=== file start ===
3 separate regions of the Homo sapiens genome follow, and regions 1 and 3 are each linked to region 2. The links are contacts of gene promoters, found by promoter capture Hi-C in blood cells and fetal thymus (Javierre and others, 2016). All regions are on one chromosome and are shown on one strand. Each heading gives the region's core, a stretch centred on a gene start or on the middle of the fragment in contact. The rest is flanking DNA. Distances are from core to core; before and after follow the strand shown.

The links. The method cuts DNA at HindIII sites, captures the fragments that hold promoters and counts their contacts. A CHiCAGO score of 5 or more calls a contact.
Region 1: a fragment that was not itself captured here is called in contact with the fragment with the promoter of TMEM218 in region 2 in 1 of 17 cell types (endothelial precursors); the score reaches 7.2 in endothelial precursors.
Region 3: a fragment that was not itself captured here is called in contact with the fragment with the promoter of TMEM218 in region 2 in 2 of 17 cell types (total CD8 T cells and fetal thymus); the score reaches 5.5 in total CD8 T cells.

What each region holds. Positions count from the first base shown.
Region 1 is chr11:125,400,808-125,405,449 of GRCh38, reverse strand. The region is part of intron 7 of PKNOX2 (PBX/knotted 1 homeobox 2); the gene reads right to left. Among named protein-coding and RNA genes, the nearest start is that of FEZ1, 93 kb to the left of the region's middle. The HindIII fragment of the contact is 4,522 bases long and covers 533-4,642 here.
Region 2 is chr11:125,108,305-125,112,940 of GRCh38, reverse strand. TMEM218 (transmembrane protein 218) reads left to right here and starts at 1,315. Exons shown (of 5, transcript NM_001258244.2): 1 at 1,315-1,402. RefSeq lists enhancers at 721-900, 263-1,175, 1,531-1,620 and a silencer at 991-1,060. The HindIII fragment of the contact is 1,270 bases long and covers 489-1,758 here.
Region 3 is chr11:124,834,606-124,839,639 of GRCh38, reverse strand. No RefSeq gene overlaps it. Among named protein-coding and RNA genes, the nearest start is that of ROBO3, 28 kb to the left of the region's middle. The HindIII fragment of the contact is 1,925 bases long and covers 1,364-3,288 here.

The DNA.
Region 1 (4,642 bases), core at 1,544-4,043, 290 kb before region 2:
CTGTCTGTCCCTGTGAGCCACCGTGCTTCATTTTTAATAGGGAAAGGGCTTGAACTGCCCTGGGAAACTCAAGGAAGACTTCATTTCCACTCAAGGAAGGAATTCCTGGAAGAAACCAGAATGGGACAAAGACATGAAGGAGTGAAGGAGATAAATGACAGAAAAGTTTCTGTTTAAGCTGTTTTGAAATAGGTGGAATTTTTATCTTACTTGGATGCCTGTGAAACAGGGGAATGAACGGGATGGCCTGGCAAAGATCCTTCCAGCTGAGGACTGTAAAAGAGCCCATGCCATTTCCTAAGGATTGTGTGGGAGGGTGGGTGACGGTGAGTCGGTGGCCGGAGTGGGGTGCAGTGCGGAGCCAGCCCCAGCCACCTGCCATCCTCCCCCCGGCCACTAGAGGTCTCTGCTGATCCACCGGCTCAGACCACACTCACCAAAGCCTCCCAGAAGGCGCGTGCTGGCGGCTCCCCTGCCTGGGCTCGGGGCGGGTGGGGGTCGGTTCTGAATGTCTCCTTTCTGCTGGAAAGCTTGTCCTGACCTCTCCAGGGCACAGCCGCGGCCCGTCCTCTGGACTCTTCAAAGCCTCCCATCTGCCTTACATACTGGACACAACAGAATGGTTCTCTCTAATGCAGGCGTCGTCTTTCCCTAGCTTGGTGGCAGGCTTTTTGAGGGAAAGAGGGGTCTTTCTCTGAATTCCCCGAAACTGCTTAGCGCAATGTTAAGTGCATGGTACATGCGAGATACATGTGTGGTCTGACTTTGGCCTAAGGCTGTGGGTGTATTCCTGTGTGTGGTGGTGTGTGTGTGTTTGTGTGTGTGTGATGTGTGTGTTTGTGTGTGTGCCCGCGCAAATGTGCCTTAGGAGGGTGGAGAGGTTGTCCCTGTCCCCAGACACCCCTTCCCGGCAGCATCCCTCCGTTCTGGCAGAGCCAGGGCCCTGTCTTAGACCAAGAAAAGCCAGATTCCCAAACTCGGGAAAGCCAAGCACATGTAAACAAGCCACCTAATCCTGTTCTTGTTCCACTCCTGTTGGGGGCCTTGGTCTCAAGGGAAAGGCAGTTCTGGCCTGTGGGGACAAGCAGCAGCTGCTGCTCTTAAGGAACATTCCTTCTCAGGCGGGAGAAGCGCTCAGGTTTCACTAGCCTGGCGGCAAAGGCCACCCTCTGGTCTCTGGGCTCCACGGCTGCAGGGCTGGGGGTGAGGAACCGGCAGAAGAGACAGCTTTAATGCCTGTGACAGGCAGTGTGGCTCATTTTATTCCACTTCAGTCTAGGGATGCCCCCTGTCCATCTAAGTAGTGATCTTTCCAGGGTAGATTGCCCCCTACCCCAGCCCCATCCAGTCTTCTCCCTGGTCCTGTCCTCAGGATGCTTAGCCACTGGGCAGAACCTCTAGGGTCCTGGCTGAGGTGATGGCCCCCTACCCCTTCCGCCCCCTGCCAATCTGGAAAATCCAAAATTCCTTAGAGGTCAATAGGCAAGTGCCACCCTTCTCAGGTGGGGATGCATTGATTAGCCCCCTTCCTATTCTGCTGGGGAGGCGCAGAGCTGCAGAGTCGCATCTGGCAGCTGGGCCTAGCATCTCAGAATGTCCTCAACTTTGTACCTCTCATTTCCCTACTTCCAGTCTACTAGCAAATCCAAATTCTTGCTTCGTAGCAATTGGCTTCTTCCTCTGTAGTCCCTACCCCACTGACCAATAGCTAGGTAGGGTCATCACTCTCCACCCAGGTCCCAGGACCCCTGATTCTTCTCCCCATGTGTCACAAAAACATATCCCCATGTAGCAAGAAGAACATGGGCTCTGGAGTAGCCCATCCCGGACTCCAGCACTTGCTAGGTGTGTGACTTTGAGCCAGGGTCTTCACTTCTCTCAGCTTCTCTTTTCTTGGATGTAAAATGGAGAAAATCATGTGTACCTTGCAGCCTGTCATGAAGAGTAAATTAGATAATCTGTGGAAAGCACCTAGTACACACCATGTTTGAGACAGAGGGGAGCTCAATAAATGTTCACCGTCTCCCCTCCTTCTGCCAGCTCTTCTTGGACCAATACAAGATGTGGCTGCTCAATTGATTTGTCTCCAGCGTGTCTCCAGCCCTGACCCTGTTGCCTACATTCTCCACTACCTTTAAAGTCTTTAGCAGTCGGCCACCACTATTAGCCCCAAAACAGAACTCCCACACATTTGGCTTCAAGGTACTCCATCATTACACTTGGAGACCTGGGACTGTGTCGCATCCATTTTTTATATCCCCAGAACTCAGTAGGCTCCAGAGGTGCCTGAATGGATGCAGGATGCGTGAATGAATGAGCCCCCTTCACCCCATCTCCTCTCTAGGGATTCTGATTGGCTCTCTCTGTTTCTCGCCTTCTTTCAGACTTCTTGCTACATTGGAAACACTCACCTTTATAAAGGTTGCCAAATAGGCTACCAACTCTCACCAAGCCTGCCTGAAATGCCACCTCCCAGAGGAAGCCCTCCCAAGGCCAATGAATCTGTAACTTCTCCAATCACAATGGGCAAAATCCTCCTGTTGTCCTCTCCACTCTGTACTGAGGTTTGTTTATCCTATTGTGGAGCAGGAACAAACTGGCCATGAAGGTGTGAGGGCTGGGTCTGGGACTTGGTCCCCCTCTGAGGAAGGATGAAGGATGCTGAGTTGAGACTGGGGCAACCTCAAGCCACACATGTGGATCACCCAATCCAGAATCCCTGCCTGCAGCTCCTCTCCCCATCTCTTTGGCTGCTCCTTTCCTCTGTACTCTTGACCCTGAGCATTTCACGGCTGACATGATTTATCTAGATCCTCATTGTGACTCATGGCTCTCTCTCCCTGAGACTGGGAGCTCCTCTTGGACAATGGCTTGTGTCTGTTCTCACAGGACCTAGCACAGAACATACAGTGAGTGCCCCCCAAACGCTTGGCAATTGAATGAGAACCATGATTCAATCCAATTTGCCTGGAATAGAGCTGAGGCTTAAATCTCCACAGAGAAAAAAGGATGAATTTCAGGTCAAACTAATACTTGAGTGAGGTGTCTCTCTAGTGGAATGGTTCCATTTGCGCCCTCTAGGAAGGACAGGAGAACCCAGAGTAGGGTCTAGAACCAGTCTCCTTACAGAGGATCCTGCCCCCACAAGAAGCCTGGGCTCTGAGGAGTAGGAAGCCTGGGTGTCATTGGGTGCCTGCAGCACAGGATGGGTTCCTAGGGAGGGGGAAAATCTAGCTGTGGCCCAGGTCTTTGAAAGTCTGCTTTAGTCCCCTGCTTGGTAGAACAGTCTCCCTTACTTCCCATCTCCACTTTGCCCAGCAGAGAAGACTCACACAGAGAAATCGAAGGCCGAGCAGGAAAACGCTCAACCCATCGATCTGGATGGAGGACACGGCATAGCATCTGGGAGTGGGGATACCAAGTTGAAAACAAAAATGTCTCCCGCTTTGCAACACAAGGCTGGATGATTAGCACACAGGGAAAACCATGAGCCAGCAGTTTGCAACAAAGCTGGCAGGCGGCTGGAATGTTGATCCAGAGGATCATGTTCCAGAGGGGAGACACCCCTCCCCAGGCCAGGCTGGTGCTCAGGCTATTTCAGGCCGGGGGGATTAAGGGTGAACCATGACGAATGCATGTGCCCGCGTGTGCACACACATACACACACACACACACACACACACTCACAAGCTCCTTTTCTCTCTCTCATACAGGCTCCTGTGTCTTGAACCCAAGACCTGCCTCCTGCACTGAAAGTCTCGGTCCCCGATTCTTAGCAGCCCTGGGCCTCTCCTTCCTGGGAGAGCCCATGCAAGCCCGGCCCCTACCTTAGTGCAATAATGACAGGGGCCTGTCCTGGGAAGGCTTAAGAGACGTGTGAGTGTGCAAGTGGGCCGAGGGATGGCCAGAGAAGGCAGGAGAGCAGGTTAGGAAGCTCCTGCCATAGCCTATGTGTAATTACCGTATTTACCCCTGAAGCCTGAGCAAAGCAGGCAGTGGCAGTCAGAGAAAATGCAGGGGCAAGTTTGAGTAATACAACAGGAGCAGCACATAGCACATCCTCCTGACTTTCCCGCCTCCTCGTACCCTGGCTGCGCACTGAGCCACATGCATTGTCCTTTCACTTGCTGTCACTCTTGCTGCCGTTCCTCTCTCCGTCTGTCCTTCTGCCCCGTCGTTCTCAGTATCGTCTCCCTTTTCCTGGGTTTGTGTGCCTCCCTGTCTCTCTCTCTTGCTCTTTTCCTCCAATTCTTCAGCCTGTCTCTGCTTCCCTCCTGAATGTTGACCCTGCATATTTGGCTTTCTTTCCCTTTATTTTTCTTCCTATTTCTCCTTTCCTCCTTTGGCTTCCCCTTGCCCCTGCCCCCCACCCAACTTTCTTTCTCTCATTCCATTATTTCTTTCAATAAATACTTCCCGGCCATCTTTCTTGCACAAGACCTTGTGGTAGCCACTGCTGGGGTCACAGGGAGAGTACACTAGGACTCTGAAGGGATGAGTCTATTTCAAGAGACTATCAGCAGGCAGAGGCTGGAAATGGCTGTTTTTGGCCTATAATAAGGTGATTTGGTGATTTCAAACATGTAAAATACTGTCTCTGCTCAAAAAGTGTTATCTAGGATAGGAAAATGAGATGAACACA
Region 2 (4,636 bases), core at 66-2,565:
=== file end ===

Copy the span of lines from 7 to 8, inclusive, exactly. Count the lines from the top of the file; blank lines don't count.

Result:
Region 2 is chr11:125,108,305-125,112,940 of GRCh38, reverse strand. TMEM218 (transmembrane protein 218) reads left to right here and starts at 1,315. Exons shown (of 5, transcript NM_001258244.2): 1 at 1,315-1,402. RefSeq lists enhancers at 721-900, 263-1,175, 1,531-1,620 and a silencer at 991-1,060. The HindIII fragment of the contact is 1,270 bases long and covers 489-1,758 here.
Region 3 is chr11:124,834,606-124,839,639 of GRCh38, reverse strand. No RefSeq gene overlaps it. Among named protein-coding and RNA genes, the nearest start is that of ROBO3, 28 kb to the left of the region's middle. The HindIII fragment of the contact is 1,925 bases long and covers 1,364-3,288 here.